school have entered into with Dr.
Willows,” he says.
Dr. Cheryl Currie, an AIHSpublic health researcher at theUniversity of Lethbridge, sharesWillows’ commitment to workingwith indigenous communities.
“The community needs to lead the
research process and be empowered,”
she says. “As researchers, we are
allies and have tools that can help.”
Currie works on issues such
as prescription drug abuse and
indigenous peoples’ experiences
with the mental health system.
She believes research must focuson solutions and also address rootcauses—not just symptoms. Formany wellness issues, trauma is amajor cause. “I don’t think we canunderstate the effects of residentialschools, which have spannedgenerations,” she says.
A growing body of research showsthat adverse childhood experiences—such as those many aboriginalCanadians had at residentialschools—dramatically affect lifelonghealth. “We often focus on copingbehaviours (such as substance abuse)
rather than root causes,” Currie says.
“But we must also consider the root
causes of the health inequities we see
today, as well as protective factors—
the things that help people remain
healthy or return to health.”
An example of a protective factor
is traditional culture. Research by
From left to right, AIHS researchers Drs. Cheryl Currie, Noreen Willows and Gita Sharma.
Currie and others has shown thatindigenous Canadians are healthierwhen their lives include traditionalactivities and values.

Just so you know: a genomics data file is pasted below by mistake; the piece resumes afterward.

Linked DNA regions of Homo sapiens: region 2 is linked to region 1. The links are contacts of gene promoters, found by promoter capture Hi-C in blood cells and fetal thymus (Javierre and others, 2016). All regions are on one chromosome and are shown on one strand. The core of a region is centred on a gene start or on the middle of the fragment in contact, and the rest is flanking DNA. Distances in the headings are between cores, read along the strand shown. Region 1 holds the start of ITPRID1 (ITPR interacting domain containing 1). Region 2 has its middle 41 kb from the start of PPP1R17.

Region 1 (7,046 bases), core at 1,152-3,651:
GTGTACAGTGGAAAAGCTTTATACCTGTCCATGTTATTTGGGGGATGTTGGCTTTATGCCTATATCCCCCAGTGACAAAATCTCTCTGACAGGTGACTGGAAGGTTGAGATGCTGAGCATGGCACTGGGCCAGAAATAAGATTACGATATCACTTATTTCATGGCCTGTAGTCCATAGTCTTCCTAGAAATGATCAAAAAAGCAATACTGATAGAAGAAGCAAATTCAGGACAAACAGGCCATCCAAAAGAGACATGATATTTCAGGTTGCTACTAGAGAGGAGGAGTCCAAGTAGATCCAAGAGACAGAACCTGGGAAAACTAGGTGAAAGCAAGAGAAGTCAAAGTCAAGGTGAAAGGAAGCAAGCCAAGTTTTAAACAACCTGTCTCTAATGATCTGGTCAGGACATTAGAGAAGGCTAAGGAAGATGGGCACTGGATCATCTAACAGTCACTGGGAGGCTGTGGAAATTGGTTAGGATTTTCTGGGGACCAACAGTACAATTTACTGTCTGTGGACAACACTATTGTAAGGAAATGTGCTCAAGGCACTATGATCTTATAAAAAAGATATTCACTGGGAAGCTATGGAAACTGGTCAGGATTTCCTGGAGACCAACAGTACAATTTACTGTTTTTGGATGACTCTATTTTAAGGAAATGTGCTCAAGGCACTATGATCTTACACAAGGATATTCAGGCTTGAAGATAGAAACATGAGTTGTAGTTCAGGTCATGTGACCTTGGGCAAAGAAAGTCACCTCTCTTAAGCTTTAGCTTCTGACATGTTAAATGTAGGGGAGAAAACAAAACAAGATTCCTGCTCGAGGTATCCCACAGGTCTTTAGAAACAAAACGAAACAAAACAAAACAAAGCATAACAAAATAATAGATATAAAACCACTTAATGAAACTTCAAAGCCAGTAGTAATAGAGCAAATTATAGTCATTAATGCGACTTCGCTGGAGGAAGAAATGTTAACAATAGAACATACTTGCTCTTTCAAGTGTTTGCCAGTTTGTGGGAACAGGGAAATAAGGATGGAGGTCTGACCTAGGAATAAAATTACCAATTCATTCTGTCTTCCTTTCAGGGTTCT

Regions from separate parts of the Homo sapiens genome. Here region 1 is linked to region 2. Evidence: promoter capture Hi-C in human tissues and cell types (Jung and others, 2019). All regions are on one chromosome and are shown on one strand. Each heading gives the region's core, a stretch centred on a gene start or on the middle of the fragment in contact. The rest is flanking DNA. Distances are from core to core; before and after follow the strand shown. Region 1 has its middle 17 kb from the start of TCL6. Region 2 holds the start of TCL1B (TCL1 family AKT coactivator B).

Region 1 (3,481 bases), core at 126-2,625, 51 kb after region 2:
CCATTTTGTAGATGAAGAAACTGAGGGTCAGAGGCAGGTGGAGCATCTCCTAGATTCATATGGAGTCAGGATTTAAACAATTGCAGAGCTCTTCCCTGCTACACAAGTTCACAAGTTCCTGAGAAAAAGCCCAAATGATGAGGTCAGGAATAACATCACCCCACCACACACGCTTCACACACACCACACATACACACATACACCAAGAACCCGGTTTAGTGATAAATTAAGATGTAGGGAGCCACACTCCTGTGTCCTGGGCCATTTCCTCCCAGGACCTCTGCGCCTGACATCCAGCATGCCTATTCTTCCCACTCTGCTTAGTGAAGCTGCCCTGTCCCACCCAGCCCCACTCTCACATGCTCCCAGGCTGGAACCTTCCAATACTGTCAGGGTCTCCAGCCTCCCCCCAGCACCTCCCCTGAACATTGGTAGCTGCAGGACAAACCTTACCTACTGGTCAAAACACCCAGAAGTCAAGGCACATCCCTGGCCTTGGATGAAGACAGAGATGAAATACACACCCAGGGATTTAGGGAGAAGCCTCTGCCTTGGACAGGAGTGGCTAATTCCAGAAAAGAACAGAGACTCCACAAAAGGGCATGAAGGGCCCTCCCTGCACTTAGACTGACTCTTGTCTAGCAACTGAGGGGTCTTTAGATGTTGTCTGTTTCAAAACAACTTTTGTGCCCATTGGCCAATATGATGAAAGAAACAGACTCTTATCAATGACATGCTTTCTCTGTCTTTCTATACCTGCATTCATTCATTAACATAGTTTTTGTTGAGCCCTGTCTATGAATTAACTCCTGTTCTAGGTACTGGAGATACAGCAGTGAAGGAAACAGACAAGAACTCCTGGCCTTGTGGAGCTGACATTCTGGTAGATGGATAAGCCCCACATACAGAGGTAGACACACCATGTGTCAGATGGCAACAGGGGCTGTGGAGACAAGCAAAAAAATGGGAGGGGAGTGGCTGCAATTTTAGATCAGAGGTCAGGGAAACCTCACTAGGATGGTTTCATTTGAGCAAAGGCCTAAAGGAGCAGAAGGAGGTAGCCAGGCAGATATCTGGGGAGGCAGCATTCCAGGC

“Research in a number of countries
has shown that there are aboriginal
ways of knowing how to be healthy
that are valid and that matter,” she
says. “A practical focus that considers
both western and aboriginal ways of
maintaining health and returning to
health is needed.”
Dr. Gita Sharma, director of the
U of A’s Aboriginal and Global
Health Research Group, agrees
indigenous people need both
traditional knowledge and western
medicine to be healthy. The AIHS-
funded researcher is looking for
ways to improve cancer screening
in northern Alberta’s indigenous
communities. Research shows
indigenous people are generally less
likely to be screened for cancer and
may not receive the care they need
in the early stages. “The sooner you
diagnose people, the sooner they
get the treatment and the better the
outcome,” she says.
Sharma works with several
communities to find out how people’s
knowledge, attitudes and behaviours
affect cancer screening. Preliminary
research shows people have limited
knowledge about cancer. “People
thought that once you got diagnosed
with cancer that was the end.”
Another important protective
factor of health is distance to medical
care. In some remote communities,
people often have to travel long
distances for cancer screening and
treatment. “There’s an emotional
cost to being away from family and
friends at a time when people need
more support,” Sharma says. Being
away from your culture, language
and food is also stressful, and some
people want traditional treatment,
which isn’t an option outside of their
Sharma hopes that by working withindigenous communities, researcherscan help them get the care they need.
“What we haven’t had is research to
know why First Nations people aren’t
using services,” Sharma says. “With
the data, we could improve cancer
Physician Dr. Esther Tailfeathers
works in indigenous communities
across Alberta. She has seen
significant gaps between First
Nations people and the general
population in all levels of health
care. She thinks health research will
help close the gaps, especially if
indigenous people are co-researchers
and the focus is finding solutions.
“There’s a new spirit I see amongresearchers in Canada and globally,that the research has to be used tohelp people,” she says. “Researchneeds to be done in a practical way.
We need to use it for solutions, notsolely for academic purposes.”
Indigenous people are healthier when their
lives include traditional activities and values